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Subhankar Banerjee and Michael E. Mann reveal a mounting body of evidence that disruptions in the Arctic sea ice are impacting not only the Northern Hemisphere but are also connected to what is happening to the water supply in California

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SHARMINI PERIES, EXEC. PRODUCER, TRNN: Welcome to The Real News Network. I’m Sharmini Peries, coming to you from Baltimore. Political posturing among climate-change deniers in the Republican Party is heating up, leading up to the 2016 presidential elections. The Republicans are all repeating the same position. They’re saying that our climate is changing; yes, we can see that. In fact, the climate is always changing, says Mark Rubio, senator from Florida. But they say that humans have little to do with it. Any effort to link the two is seen as an effort to destroy the economy. The new Republican Senate in January passed a climate-change resolution for the first time in eight years on this topic. They voted 98 to 1 to approve a resolution stating that climate change is real and not a hoax. If that sounds good, it is. But then the Senate rejected a second amendment that stated climate change is real and it is significantly caused by humans. Jeb Bush, who is seen as a frontrunner, according to The New York Times, is on record saying, what I get a little tired of is that on the left, this idea that somehow science has decided all this is so, so you can’t have an opinion. That is according to the Washington Post article by Paul Waldman. Further, Ted Cruz, who recently announced his candidacy for president in the 2016 election, is on record at CNN saying, in the “last 15 years, there has been no recorded warming.” Well, science tells us otherwise. It has recorded 2014 as the warmest year in recorded history. Now joining me to discuss what is really going on here among the Republicans is Michael E. Mann and Subhanker Banerjee. Subhanker Banerjee is coming to us from Port Towsend, Washington. And Subhankar is an environmental and humanities scholar and activist. He founded and is editor of the anthology Arctic Voices: Resistance at the Tipping Point. We’re also joined by Michael E. Mann, joining us from State College, Pennsylvania. Dr. Michael E. Mann is a distinguished professor and director of the Earth System Science Center at Penn State University and author of the book The Hockey Stick and the Climate Wars. Thank you both for joining us. So I’m going to begin with you, Michael, here. Michael, recently we’ve seen some very dramatic reports in terms of the degree at which the ice caps are melting. How do we know that? How do we measure it? How do we know the ice caps are melting to the degree that it is? DR. MICHAEL E. MANN, DIR. OF EARTH SYSTEM SCIENCE CENTER, PENN STATE UNIV.: Yeah. So we have a variety of measurements that we make. We use satellites primarily. We can use those satellites to measure the amount of mass that is actually contained within the ice sheets. So we can detect fairly small changes in how large the Greenland ice sheet and the Antarctic ice sheet are through these satellite measurements. They’re basically measuring the gravity, the disturbance of the gravity field by these very large masses of ice. In addition, we can monitor changes in the ice cover of the Arctic Ocean. We use satellite measurements. We can look at the surface and we can determine if it’s ice or if it’s open water. So we have very accurate assessments, for several decades now, of how much sea ice there is in the Arctic. We know that we are on a trajectory right now where we will see potentially ice-free conditions at the end of the summer in the Arctic Ocean, perhaps in just a matter of a few decades, far in advance of what the climate models had predicted just a few years ago. So here’s an example of where climate change is unfolding, and in a way that’s faster and has a greater magnitude than what the climate models actually have predicted. Well, it turns out that when you change the amount of sea ice in the Arctic, you change the amount of heat that escapes from the Arctic Ocean into that very cold Arctic atmosphere. And more than a decade ago, scientists began to speculate that as we saw a decrease in that sea ice in the Arctic, we would actually see a large enough change in the amount of heat that escapes from the ocean into the atmosphere in the late fall and the early winter that we would actually change the behavior of the jet stream. And not only would we change the behavior of the jet stream, but we would do it in a fairly specific way, in a way that causes the jet stream to swing way northward in the winter over the West Coast of the U.S., so that all of that moisture that normally comes to California in the winter instead goes northward. And it also takes all that warmth much farther the northward. So you get unusually warm winters in Alaska, in western North America, like we’ve seen this year in particular. You see very dry winters in California. California also had its hottest year on record last year. So you’ve got decreased precipitation, you’ve got increased warmth, which means increased evaporation, which means increased loss of water from the soils, and you get a perfect storm of consequences for drought. And that is why California has now experienced what we think is the worst drought in 1,200 years, in at least 1,200 years. There is almost certainly a human fingerprint in that drought. And my colleague Peter Gleick of the Pacific Institute in Oakland, California, and I had a commentary a week ago in the proceedings of the National Academy of Sciences where we explained how there is now mounting evidence that this historic drought that we’re seeing in California had a human fingerprint in it, the fingerprint of human-caused climate change. But it doesn’t stop there. You change the pattern of the jet stream in a way that may, ironically, give us more of those very powerful nor’easters that have pounded the Northeastern U.S. this winter, giving Boston record snow, producing fairly cold conditions in parts of the Northeastern U.S. So, that entire change in the behavior of the northern hemisphere jetstream and the very strange weather that we’re seeing around North America and around much of the rest of the world, climate change is now starting to play a role in that very unusual–in some measure, unprecedented–extreme weather that we’re seeing. PERIES: Michael, what is your take on the recent report we saw in terms of California having one year of water supply left? MANN: That’s right. It was a very distinguished colleague of mine, Jay Famiglietti, from the University of California, Irvine, who published an op-ed in the L.A. Times where he outlined why it is that California may be just one year away from water rationing. And when you think about it, right now California has record low snowpack, the lowest snowpack ever on record. So that means they’re not going to be getting that meltwater in the spring that provides them with some of the fresh water that they need. They haven’t been getting the rainfall they need. And you have certain special interests, like the natural gas industry, through fracking, using up a fair amount of water for energy. And so you have all these factors coming together in a way that could spell a disaster for California. If you ask Californians if climate change is real, not only is it real; it is impacting them in their daily lives now. And that’s true over an increasingly large part of the world. PERIES: And Subhankar, you’re a scholar of the Arctic and you’ve been monitoring and looking at the implications of the melting ice caps for quite a bit, for quite a long time. Tell us what your observations are. SUBHANKAR BANERJEE, EDITOR, ARCTIC VOICES: RESISTANCE AT THE TIPPING POINT: Yeah, absolutely. You know, I mean, I started my work in the Alaskan Arctic in 2001. And just to briefly summarize what Michael just talked about is why it is so significant, because when I started the work, we were beginning to see the impact of climate change on the Arctic ecology and human communities way back then. And I’ll give couple of quick examples. But what we’re seeing now: that what happens in the Arctic is impacting not only the Arctic but really kind of the northern hemisphere at large, and possibly many parts of the globe as well. So that’s why Michael’s comments were that these were all connected, what’s happening in the Arctic, to what’s happening in California, in the Northeast, and so on. Now, back to the–kind of in my earlier–one of the things that with the melting of the Arctic sea ice–and what we–because you mentioned Arctic ice cap, which is the Greenland ice sheet, and then we have the sea ice, which has hit a record winter maximum low. Usually the summer low is more significant, but the winter maximum is also low. Well, all that means is that the Arctic sea ice is on a death spiral. And that’s having significant impact on both the Arctic ecology and the human communities. And it is widely known that the polar bears are suffering. The–40 percent of the polar bear population in the southern Beaufort Sea in Arctic Alaska and Arctic Canada declined between 2001 and 2010. The walrus populations in the Chukchi Sea is really suffering. Six out of the last eight years, tens of thousands of walruses hauled out onto the barrier islands and the tundra because there was no sea ice for them to rest on. And there are many other impacts of the local ecology, the marine ecology. But what is not understood is that what’s happening in the Arctic Ocean is also impacting the land animals. And, in fact, I’ll give you one really kind of a sad example of that. In 2001, I had photographed 13 muskox, these kind of woolie, prehistoric animals from the Pleistocene era, and they’re in the Arctic National Wildlife Refuge with a newborn calf in April. Today there is no muskox in the refuge. And one of the impact is this icing on the tundra in the winter because of increased precipitation and warmer weather. Instead of snow, you’re getting rain, and that becomes ice. And that then impacts the animals’ access to food sources. And that’s impacted the muskox in part. So climate change kind of took a toll on the Arctic refuge muskox. And then, right now, in the Norwegian Arctic, in the Svalbard Archipelago, in the reporting of this winter lowest record on the winter maximum sea ice extent, the Guardian journalist did a wonderful connection between the open water in the Arctic seas, but ice on the tundra of the Svalbard, which is impacting the same way the reindeer population did, that really struck me, because when it’s ice, they cannot break the ice through their hooves. And then you have the human communities. What’s happening–and I know this from first-hand experience from Arctic Alaska, that many human communities, indigenous communities, are now being forced to relocate. One example is, of course, Kivalina. Because of the reduced sea ice extent, you have more open water, more coastal erosion, combined with storms, as well as melting of the permafrost. These are all connected, happening. But let me just wrap this up by saying that what the melting, this rapid vanishing of the Arctic sea ice has opened up in my mind is perhaps the most significant contradiction of our time. And the contradiction is this. On one hand, the Arctic sea ice is melting rapidly, causing local, regional, as well as global impacts for human communities, as well as animal communities. At the same time, there is an incredible push to industrially exploit the Arctic seas for oil and gas. In fact, right now this month, the Obama administration is poised to give shale the kind of–one of the permits, and this will continue all through April, and Shell might, if they get all the permits from the Obama administration, will likely drill there. So it’s really–I see that as the greatest contradiction of our time. On one hand, the very thing that is destroying us, not only up there but all over, we are further destroying it by sending Shell and other oil companies to drill in the Arctic Ocean. PERIES: I want to thank you, gentlemen, for joining us today. MANN: Thank you. It was a pleasure. BANERJEE: Thanks so much, Sharmini. PERIES: And thank you for joining us on The Real News Network.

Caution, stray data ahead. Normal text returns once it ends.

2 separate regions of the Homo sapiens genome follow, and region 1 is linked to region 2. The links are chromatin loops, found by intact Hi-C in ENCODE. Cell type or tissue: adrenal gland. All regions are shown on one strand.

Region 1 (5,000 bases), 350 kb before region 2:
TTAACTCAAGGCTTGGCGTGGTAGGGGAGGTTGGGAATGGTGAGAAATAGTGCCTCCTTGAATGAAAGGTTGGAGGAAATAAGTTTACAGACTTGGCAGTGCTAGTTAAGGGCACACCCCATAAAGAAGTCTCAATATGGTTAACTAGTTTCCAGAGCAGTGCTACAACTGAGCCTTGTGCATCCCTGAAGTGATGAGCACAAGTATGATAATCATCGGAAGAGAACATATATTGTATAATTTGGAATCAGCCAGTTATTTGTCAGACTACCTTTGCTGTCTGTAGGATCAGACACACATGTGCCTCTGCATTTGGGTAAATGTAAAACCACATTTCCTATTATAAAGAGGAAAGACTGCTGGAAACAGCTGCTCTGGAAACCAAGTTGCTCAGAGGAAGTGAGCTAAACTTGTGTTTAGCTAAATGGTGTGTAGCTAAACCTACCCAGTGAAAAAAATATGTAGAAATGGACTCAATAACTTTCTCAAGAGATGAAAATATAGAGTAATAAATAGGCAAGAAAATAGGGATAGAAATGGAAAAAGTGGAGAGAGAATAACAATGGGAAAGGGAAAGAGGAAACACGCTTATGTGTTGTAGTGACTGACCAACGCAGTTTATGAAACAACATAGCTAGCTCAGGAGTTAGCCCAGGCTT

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Subhankar Banerjee is a photographer, writer, and activist. Over the past decade he has worked tirelessly for the conservation of ecoculturally significant areas of the Arctic, and to raise awareness about indigenous human rights and climate change. He founded, and is editor of the anthology Arctic Voices: Resistance at the Tipping Point which will be published in paperback on August 20, 2013 (Seven Stories Press). He was recently Director’s Visitor at the Institute for Advanced Study in Princeton, Distinguished Visiting Professor at Fordham University in New York, received Distinguished Alumnus Award from the New Mexico State University, and Cultural Freedom Award from Lannan Foundation.

Dr. Michael E. Mann is a Distinguished Professor of Meteorology at Penn State University, with joint appointments in the Department of Geosciences and the Earth and Environmental Systems Institute (EESI). He is also director of the Penn State Earth System Science Center (ESSC).